Special note about listening to so-called "Christian" radio stations: Cannot speak for all, only the one out here, that never plays Catholic recording artists, and also has preachers who subtley weave into their talks put-downs about the Church.

Have been recommending "Relevant (Catholic) Radio" to friends. It can be tapped into online & in the car.


#4

please read Patrick Madrid's search and rescue before attempting to evangelize your family members, and prevent yourself from making mistakes that could take years to amend.

why did you go to the fake baptism in the first place?

why did you ask him to be best man in the first place?

I am surprised they could bear to enter a Catholic church for you wedding at all feeling the way they do.

You might also find it helpful to go over to AAA and review the past answers to these family wedding questions, they are very helpful in helping you sort through all the emotion attached to these issues.


#5

[quote="philip01, post:1, topic:204144"]
My brother and his wife left the Catholic church a couple years ago. Allegedly the priest at their parish wanted $1,000 to baptize their second born, and they felt it was extortion.

[/quote]

When I got married, I looked around at churches (originally planned a destination wedding) and they wanted $2,000 - $2,500. We got married at my parish and it cost $1,000 (and I'm registered and actively participate). Obviously that's a wedding and not a baptism, but it wouldn't surprise me if some parishes did charge $1,000, especially for non-registered families


#6

[quote="CoffeeHound, post:5, topic:204144"]
When I got married, I looked around at churches (originally planned a destination wedding) and they wanted $2,000 - $2,500. We got married at my parish and it cost $1,000 (and I'm registered and actively participate). Obviously that's a wedding and not a baptism, but it wouldn't surprise me if some parishes did charge $1,000, especially for non-registered families

[/quote]

repeat until my tongue falls out NO Catholic parish charges for sacraments, ever. What they do charge for is use of facilities, often at a reduced or no rate for parishioners who support the parish, sacramental preparation books, materials and resources and other expenses associated with the sacraments. The parish has to pay a stipend to any priest or deacon who comes from outside to officiate so the family should be expected to pay that exceedingly nominal cost, usually $100 or less. My guess is that the brother deliberatly mis-stated and the parish actually asked him to become an active CAtholic, to provide evidence and assurance they intend to raise their child CAtholic (which obviously the priest had good reason to doubt) and to do so by contributing a tiny sum each week adding up to about $1000 a year. Bet they got a big shock when they find out most non-denoms and other Protestant congregations are HUGE on tithing, mandatory, that is.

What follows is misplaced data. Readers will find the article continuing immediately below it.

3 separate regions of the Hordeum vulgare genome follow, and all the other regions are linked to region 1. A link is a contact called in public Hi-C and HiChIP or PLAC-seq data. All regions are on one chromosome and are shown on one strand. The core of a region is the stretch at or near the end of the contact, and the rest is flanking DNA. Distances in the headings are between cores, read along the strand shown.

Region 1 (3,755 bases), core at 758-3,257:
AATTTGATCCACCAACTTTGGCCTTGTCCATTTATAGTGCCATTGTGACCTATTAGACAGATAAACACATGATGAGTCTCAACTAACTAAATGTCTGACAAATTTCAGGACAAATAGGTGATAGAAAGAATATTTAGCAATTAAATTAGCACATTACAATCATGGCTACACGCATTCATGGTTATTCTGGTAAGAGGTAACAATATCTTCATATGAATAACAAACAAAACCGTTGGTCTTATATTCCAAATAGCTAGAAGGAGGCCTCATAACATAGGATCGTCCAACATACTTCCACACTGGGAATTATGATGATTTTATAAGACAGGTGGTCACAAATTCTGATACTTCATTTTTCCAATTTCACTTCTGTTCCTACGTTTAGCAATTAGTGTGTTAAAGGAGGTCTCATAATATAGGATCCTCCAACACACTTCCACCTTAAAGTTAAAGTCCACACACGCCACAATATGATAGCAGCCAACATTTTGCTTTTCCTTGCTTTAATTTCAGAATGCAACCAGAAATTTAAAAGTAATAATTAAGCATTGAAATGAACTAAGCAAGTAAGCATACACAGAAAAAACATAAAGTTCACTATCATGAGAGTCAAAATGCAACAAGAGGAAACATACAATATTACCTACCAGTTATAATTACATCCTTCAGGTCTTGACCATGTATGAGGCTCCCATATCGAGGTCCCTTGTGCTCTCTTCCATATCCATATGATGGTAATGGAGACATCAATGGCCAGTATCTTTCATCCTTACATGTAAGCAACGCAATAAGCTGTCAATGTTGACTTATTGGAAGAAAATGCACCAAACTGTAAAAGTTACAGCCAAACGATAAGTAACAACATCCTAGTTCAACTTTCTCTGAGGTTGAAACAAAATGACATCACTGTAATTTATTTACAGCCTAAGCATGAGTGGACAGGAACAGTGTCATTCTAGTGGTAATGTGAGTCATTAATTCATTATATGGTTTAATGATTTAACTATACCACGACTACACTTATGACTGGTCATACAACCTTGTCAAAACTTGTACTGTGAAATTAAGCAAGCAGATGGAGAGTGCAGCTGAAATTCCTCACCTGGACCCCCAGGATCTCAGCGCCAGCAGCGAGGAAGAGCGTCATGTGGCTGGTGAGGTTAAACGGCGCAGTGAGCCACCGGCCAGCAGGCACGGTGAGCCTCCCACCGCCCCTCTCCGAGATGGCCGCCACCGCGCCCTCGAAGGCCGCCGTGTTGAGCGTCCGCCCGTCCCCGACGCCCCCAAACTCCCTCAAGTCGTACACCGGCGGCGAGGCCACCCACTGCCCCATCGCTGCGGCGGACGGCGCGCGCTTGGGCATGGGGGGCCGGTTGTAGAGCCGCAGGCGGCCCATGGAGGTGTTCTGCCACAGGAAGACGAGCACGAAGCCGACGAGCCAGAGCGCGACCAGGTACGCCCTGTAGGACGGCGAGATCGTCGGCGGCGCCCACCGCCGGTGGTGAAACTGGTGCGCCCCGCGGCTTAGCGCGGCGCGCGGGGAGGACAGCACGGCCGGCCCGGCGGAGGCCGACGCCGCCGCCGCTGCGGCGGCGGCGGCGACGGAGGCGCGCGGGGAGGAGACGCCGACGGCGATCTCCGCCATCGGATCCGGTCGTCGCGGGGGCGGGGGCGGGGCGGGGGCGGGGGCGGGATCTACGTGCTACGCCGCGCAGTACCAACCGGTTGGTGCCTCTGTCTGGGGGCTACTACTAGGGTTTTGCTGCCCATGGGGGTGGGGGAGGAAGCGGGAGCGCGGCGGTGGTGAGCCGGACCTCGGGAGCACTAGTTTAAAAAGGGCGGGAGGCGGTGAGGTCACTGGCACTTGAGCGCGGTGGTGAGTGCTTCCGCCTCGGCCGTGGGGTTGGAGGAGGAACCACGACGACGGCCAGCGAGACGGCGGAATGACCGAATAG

#7

$1000 for a baptism...please. A priest of friend of mine would love to make $1000 per baptism. Last week he did 32 on one Sunday.

As for you brother, he's the best man, just tell him not to receive communion.


#8

A few thoughts. First off, good job on the talk in the car that demonstrated you actually know something about the Bible, etc.

Also, the wife not wanting to attend your wedding Mass with your neices/nephews might not relate (or relate much) to any anti-Catholic fears but possibly be a worry about taking care of young children alone during a long, formal ceremony. Don't take that personally if she doesn't go, but if you really want her to attend, maybe see if you can find someone that she'd be comfortable watching her kids in the church nursery or a classroom.

Expect graces on your wedding day. :) I was away a fallen away Catholic when I was the matron of honor at my sister's wedding in a Catholic church. The Sacraments bring grace. Weddings, funerals, baptisms, first Communions,--all those "rites of passage" are opportunities to re-evangelize those who have fallen away.

If the priest isn't aware of the situation, you might want to mention it. A good priest might help make the most out of this opportunity presented at your wedding. Your brother didn't simply fall away and stop attending church. Many who fall away to "non-denominational" churches are attracted because they seek a relationship with Christ.

[quote="philip01, post:1, topic:204144"]
...Furthermore, just before they left the Church, they would complain about the Church by saying things such as, "You know the only reason they make you eat fish on Friday is because the fishing industry in Italy was suffering way back when, so the Pope at the time just wanted to boost the industry to get more money from the fishermen." HUH??

[/quote]

Now for my last suggestion. If your brother mentions the fish on Friday/pope/money for fishermen connection ever again, remind him that the first pope, Peter, was a fisherman. ;) <><


#9

[quote="PaulinVA, post:2, topic:204144"]
Well, Philip, you picked him to be best man. Just remind him not to go to Communion.

Some people who leave the Church have a constant chip on their shoulder, because they always are defending their decision, especially when others in their family are still Catholic. They are defending their decision to leave to themselves, as well. Because, if they were wrong - well, then, they have to go back...

You seem to be handling this well. Perhaps you should get a book or two on Catholic apologetics - not to actively argue but to be able to defend, and perhaps help your brother come back to the Church.

[/quote]

I might have to remind him about not going to Communion. He didn't understand the true meaning of receiving the Eucharist when he did go to a Catholic Church.

You hit the nail right on the head with the "constant chip on their shoulder" and "always defending their decision". From time to time my brother or his wife with throw out a drive-by comment, but they do not get a rise form me, instead I pity the fact that they bear the weight of their prejudice. I can tell when I can get an objective discussion out of either one of them.